This year, that need for social distancing led Metellus, a two-time New York City marathon runner himself, to add another wave of runners to the four in 2019, and increase the time between waves to avoid crowding on the course. And even if there are 40% fewer runners this year, there will be the same number of portable toilets as in previous years, and the same number of boats and buses to shepherd people to Staten Island.

It helps, of course, that a number of massive marathons have taken place in recent weeks without any sign they abetted the spread of the virus. Those successful, big-scale races have given NYRR some new proof points and shared best practices. In fact, last week, Metellus was on a regular conference call with his counterparts at the other major races to go over what worked and what didn’t. (London, for instance, had bottlenecks at the pre-race bag drop-off, where athletes can store items to retrieve post-race, while Boston’s new rolling start, in which runners just begin the race when they arrive at the starting line rather than waiting for a collective start was popular.)

In preparation for the marathon, Metellus says, NYRR had a lot more experience to draw upon compared with its peers, as it had already organized a year’s worth of in-person races starting last October of progressively larger sizes. Last fall and into the spring, NYRR held more than a dozen small races, initially with just a few hundred runners, building up to races in the summer with thousands, showing the organization what safety measures were effective and adhered to.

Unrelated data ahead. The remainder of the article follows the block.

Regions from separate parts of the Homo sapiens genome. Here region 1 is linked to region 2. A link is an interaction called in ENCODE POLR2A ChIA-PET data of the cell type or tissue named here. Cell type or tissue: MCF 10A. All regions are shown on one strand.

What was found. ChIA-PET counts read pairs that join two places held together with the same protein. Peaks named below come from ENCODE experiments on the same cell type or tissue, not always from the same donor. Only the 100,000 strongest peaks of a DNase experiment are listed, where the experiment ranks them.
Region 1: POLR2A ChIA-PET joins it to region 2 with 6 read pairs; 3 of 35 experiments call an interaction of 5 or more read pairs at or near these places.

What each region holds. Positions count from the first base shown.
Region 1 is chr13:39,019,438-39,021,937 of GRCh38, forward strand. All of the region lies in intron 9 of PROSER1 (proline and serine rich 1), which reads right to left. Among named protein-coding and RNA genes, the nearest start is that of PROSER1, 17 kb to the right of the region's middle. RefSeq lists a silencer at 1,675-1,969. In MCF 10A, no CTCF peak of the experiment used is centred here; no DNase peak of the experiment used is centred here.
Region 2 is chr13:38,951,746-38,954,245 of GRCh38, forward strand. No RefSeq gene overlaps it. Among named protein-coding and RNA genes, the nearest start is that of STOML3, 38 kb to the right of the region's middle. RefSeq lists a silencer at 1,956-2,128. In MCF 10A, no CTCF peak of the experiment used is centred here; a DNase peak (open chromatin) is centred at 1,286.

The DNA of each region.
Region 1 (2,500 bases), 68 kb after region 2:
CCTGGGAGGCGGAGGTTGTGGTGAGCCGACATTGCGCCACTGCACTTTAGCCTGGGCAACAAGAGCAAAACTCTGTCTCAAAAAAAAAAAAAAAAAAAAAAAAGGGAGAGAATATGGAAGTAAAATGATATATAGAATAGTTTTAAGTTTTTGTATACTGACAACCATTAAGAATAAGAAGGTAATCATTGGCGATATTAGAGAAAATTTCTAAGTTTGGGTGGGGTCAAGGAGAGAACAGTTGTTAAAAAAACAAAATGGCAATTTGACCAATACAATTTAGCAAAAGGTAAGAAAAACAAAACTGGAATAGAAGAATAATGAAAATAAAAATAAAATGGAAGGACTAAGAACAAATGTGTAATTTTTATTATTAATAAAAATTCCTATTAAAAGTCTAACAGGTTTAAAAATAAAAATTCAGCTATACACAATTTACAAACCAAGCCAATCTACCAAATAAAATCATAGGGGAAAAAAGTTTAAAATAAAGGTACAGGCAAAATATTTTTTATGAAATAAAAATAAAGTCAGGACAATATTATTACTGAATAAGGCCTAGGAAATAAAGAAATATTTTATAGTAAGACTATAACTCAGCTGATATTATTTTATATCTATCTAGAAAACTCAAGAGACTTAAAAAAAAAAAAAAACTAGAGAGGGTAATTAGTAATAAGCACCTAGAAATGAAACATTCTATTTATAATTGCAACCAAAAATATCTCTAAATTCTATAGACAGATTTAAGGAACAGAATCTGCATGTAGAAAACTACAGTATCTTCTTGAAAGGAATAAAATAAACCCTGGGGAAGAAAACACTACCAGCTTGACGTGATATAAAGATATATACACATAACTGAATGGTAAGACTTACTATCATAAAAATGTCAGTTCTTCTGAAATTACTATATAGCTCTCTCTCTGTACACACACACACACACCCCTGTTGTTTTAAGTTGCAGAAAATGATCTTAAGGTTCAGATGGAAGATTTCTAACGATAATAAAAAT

“One of the biggest advantages that we’ve had is that we’ve been producing events since September [2020],” says Metellus. “That really put us in a good rhythm going into this year and applying so many of the learnings.”

The New York City Marathon is the sport’s big beast and is always a complex operation. The race alone accounted for some 12% of all U.S. marathon finishes in 2019. And such a big field means a huge bib pick-up operation, a large expo at a major convention center, a start area that can serve tens of thousands of people, and of course street closings in America’s densest city, along with major security precautions.